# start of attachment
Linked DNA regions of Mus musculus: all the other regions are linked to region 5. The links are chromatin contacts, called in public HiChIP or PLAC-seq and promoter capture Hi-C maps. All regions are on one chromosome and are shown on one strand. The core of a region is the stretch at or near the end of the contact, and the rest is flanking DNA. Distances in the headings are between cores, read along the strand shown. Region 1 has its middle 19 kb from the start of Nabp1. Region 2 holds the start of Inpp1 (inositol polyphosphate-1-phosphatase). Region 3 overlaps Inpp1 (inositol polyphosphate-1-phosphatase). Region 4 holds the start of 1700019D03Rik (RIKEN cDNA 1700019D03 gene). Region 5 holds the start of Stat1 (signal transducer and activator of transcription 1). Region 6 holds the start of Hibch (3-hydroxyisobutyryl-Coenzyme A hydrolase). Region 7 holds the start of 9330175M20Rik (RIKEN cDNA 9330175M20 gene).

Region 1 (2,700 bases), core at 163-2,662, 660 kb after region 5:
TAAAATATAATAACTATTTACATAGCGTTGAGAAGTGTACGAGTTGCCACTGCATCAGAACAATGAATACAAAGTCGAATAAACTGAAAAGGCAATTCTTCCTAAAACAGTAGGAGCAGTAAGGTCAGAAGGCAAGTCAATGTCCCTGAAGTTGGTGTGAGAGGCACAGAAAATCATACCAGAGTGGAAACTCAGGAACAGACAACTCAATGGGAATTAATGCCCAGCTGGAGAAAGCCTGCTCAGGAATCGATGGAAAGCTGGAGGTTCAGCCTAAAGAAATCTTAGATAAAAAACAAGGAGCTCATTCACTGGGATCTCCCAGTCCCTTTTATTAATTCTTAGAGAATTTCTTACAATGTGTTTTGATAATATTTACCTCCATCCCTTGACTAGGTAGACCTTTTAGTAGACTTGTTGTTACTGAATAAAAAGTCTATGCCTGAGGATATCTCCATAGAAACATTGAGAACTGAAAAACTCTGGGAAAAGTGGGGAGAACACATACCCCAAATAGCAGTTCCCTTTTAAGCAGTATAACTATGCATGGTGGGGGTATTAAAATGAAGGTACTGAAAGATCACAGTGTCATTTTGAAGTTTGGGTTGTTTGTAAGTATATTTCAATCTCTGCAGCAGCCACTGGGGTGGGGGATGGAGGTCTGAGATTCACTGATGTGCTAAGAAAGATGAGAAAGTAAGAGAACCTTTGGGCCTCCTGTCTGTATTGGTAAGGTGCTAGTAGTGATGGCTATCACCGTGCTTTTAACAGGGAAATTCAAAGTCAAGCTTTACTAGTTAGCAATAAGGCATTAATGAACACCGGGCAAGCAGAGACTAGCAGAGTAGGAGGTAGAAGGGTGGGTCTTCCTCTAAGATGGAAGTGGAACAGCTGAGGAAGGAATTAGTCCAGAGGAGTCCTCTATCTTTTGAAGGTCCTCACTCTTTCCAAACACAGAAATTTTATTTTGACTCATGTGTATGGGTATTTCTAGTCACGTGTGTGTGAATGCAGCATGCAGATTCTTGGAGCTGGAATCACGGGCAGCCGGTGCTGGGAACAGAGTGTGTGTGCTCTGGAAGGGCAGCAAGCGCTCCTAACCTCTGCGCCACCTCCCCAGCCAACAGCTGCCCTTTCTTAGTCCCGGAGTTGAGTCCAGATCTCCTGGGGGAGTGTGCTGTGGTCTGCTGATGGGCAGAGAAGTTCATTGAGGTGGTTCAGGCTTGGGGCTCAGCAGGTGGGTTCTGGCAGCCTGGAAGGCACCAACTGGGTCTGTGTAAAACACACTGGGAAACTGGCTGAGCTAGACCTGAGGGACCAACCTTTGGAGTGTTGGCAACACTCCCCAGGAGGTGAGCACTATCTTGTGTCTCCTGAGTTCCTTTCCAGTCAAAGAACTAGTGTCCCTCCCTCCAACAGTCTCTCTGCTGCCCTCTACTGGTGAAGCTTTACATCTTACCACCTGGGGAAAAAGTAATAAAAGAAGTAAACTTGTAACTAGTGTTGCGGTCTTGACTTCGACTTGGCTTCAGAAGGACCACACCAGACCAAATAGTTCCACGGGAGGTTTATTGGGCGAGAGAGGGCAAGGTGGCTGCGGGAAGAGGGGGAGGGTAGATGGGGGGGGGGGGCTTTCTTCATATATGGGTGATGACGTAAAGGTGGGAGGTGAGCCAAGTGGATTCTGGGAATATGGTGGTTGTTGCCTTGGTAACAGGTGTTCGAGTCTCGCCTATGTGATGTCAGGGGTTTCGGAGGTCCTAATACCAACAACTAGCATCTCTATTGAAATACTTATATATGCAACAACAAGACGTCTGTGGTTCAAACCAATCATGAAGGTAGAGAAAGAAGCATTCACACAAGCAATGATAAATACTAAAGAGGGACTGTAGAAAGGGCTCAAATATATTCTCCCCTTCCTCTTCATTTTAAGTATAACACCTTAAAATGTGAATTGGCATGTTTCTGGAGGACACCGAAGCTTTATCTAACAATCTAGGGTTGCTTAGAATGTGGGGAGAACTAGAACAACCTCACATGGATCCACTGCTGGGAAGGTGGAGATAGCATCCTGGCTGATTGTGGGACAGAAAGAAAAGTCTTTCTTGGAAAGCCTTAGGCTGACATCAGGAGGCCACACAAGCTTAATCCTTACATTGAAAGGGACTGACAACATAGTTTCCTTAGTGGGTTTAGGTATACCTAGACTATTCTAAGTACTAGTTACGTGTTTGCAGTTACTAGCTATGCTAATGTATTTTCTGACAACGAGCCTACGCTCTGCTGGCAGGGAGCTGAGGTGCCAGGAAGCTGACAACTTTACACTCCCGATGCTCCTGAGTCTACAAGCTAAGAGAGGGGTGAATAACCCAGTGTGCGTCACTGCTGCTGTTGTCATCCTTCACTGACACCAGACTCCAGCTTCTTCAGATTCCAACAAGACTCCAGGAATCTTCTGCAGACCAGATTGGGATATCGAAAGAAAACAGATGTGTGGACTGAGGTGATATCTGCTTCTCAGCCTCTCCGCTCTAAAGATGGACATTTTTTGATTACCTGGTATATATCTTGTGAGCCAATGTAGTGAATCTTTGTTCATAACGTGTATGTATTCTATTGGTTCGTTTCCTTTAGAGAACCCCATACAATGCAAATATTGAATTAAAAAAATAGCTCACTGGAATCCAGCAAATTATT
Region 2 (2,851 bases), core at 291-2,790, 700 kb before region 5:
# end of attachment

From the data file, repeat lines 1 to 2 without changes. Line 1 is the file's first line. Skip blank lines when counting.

Linked DNA regions of Mus musculus: all the other regions are linked to region 5. The links are chromatin contacts, called in public HiChIP or PLAC-seq and promoter capture Hi-C maps. All regions are on one chromosome and are shown on one strand. The core of a region is the stretch at or near the end of the contact, and the rest is flanking DNA. Distances in the headings are between cores, read along the strand shown. Region 1 has its middle 19 kb from the start of Nabp1. Region 2 holds the start of Inpp1 (inositol polyphosphate-1-phosphatase). Region 3 overlaps Inpp1 (inositol polyphosphate-1-phosphatase). Region 4 holds the start of 1700019D03Rik (RIKEN cDNA 1700019D03 gene). Region 5 holds the start of Stat1 (signal transducer and activator of transcription 1). Region 6 holds the start of Hibch (3-hydroxyisobutyryl-Coenzyme A hydrolase). Region 7 holds the start of 9330175M20Rik (RIKEN cDNA 9330175M20 gene).

Region 1 (2,700 bases), core at 163-2,662, 660 kb after region 5: